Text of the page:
So far in 2020, General Electric (NYSE:GE) has picked up exactly where GE stock left off in 2019.
Up 24.8% in the three months from Oct. 1 through Dec. 31, GE has a total return of 4.6% year-to-date — a sign 2020 might be another year of recovery for the beleaguered industrial conglomerate.
While there’s no question GE stock has a lot of momentum on its side, is General Electric’s business strong enough to warrant a second consecutive year of outsized gains?
I don’t think so. Here’s why.
The Analyst Isn’t Keen
This past year didn’t look so great to GE bear Stephen Tusa. In December 2018, the JPMorgan analyst upgraded the company’s stock from “underperform” to “neutral” for the first time in more than three years. Just four months later, Tusa lowered GE’s rating back to “underperform.”
And the entire time, he kept his 12-month price target at $5. GE gained 47% in 2019, closing out the year at more than double Tusa’s target.
Recently, Tusa discussed some of the reasons he’s keeping GE at $5. These include weaker-than-expected results from its defense business, which he sees growing sales at less than 4.5% in the current quarter, well below the company’s guidance of $4.7 billion.
Furthermore, Tusa’s skeptical about the company’s 15% growth for the division in the year ahead: “Bottom line, we struggle to find support for guidance that calls for such growth, especially in the context of flat revenue performance here since 2009, which ranks as worst in class versus the major primes and other tiered suppliers.”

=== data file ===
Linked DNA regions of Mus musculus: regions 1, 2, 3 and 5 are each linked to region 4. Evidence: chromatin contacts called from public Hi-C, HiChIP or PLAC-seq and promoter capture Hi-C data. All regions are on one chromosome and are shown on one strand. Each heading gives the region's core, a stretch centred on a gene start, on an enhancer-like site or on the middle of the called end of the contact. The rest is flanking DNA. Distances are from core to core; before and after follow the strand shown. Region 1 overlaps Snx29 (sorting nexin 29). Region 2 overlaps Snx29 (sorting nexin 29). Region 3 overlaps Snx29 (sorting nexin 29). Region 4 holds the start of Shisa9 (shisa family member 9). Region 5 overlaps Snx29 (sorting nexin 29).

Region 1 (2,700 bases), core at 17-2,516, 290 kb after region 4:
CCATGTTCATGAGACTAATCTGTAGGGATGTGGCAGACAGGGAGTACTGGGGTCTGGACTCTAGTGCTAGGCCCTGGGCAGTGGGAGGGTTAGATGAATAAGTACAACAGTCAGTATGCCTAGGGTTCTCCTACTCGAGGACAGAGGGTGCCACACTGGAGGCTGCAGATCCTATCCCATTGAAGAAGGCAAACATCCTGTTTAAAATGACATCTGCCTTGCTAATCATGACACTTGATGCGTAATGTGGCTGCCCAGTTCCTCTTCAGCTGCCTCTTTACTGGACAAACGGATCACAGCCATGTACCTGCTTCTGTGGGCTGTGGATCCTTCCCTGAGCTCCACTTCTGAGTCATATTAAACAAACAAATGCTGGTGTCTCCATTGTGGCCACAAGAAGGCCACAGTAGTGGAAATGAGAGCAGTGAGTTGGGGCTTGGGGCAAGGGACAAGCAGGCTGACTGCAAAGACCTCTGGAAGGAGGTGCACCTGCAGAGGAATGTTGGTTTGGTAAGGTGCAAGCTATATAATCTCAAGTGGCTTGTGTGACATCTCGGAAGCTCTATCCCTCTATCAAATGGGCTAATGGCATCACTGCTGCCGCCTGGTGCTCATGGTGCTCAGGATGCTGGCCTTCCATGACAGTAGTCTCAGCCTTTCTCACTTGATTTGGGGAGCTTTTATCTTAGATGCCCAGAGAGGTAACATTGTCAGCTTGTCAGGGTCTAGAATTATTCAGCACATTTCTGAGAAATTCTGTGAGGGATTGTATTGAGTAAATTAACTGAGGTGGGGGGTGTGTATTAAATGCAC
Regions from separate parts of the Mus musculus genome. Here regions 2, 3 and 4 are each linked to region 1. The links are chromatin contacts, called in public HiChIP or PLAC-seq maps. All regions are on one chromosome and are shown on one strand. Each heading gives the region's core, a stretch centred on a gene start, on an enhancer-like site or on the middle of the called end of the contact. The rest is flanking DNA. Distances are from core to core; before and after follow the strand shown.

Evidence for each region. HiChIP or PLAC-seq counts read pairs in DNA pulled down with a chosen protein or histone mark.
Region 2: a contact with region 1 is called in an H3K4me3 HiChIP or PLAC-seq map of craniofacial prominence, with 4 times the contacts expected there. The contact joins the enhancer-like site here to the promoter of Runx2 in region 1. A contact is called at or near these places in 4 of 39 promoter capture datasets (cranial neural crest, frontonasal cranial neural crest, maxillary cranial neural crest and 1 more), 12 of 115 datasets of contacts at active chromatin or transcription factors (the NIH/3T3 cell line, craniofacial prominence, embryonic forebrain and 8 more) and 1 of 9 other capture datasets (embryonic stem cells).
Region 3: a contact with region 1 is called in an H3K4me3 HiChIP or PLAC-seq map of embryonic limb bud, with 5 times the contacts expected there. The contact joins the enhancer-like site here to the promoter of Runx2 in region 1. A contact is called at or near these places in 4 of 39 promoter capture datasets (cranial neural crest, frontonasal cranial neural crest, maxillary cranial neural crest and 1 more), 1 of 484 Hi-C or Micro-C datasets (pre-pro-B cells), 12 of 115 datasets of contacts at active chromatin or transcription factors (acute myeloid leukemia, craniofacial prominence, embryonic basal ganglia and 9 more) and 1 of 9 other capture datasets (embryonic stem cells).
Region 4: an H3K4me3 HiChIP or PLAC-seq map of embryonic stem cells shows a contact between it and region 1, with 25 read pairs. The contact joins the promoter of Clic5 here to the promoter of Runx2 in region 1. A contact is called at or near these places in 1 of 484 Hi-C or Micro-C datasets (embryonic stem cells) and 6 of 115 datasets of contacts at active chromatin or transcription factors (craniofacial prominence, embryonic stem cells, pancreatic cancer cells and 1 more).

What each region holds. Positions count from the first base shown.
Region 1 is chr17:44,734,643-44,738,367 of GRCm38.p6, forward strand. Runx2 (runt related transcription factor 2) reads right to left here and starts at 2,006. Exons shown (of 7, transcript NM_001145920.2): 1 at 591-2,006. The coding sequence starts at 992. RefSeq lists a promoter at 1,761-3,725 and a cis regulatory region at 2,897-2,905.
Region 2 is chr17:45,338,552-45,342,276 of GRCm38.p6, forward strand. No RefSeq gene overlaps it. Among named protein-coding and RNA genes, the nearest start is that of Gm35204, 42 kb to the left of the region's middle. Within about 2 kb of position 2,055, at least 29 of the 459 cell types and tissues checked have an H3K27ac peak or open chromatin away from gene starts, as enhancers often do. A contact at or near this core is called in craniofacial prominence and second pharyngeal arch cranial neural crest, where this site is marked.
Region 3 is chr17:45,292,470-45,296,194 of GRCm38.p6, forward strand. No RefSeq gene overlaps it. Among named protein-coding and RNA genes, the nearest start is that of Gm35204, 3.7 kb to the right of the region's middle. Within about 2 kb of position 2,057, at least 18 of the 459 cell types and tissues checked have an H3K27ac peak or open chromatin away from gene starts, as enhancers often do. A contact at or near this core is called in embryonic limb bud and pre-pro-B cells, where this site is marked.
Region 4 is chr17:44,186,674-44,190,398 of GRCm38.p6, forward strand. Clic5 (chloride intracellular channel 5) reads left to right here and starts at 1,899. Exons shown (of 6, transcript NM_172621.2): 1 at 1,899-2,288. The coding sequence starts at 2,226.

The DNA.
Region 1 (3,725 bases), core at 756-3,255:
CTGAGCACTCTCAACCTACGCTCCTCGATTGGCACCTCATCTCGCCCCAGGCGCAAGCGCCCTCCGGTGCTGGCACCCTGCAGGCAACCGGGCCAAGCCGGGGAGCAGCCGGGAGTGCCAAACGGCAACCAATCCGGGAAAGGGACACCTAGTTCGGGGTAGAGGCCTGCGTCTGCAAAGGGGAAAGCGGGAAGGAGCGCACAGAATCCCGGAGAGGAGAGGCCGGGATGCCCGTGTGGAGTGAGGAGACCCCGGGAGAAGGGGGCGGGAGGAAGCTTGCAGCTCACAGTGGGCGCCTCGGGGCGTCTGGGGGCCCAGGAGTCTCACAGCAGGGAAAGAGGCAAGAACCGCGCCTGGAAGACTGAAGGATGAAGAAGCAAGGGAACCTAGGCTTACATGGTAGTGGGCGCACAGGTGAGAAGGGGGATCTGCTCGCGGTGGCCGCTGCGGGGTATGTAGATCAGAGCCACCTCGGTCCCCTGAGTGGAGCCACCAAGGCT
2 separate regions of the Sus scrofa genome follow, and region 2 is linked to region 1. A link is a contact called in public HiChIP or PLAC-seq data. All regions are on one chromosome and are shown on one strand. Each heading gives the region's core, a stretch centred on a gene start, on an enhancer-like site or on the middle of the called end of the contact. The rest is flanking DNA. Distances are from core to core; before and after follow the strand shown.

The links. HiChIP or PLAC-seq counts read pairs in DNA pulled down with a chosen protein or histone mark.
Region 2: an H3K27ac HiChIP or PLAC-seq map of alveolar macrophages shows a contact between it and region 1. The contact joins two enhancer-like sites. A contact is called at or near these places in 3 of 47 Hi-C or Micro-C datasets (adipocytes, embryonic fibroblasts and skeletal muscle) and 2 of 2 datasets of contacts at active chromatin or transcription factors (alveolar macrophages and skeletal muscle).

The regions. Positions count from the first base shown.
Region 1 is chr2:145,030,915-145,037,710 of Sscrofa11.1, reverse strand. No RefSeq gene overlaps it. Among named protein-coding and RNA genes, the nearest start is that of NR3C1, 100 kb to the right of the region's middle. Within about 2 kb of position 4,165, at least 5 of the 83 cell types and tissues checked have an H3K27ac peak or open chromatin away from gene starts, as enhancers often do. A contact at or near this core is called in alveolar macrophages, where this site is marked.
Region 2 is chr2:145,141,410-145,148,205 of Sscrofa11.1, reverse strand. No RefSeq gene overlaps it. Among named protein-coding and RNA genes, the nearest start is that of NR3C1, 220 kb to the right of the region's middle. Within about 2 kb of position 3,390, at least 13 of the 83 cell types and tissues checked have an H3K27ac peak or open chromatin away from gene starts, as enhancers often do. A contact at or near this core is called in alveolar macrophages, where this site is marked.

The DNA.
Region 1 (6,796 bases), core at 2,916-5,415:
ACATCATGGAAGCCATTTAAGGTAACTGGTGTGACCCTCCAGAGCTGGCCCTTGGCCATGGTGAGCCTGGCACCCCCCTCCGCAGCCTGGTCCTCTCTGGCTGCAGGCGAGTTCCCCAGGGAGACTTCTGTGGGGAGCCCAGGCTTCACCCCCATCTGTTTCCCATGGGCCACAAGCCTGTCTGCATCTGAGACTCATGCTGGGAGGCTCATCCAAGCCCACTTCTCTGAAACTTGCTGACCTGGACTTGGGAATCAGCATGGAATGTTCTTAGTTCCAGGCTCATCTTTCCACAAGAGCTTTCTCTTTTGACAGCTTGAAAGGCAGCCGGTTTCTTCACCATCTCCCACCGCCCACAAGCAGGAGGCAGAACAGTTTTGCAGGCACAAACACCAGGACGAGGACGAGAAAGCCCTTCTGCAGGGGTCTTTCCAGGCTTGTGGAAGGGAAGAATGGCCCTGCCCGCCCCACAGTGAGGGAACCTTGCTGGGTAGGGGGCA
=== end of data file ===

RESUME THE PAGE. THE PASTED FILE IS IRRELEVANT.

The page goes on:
“Further, we see limited supporting evidence for what is consistently highlighted by management as a key support for forward growth at GE Aviation, the most narrowly exposed supplier in the market, heavily weighted to commercial engines, and specifically, Boeing,” Tusa wrote to clients.
In November, I examined the pros and cons of GE’s business and concluded that while there was some good news from the company’s third-quarter results, I saw the glass as half empty.
“As Tusa has recommended, investors would be wise to wait and see what happens to free cash flow in 2020 before jumping into GE stock,” I wrote on Nov. 6.
My last General Electric article from September, which focused on the company’s asbestos problems, finished by saying GE remains a terrible investment idea for investors wanting to make a lot of money over the long haul.
Usually, I don’t pay a lot of attention to a single analyst call, but Tusa has been very dialed in about the weaknesses plaguing the company’s business. Until he raises GE’s target price to double digits, I’m not sure I’d be willing to risk buying above $10.
The Bottom Line on GE Stock
My last article about General Electric was in December 2019, when I suggested GE make its one-cent quarterly dividend (down from 12 cents a quarter) a permanent fixture. By taking the capital it spends on dividends and re-allocating to debt repayment, business investment, share repurchases and even the occasional special dividend when free cash flow is flush, the company will be in a better financial position.
For too long, GE has been the home of dividend junkies. If CEO Larry Culp wants his turnaround to work, he’s got to let those investors go.
As for General Electric’s fourth-quarter results, expected after the markets close Jan. 29, I don’t see enough good news to keep the momentum train on track for the remainder of 2020.
However, InvestorPlace contributor Laura Hoy believes the company has an excellent shot of repeating its 2019 performance in 2020. You might want to check out her argument.
At the time of this writing Will Ashworth did not hold a position in any of the aforementioned securities.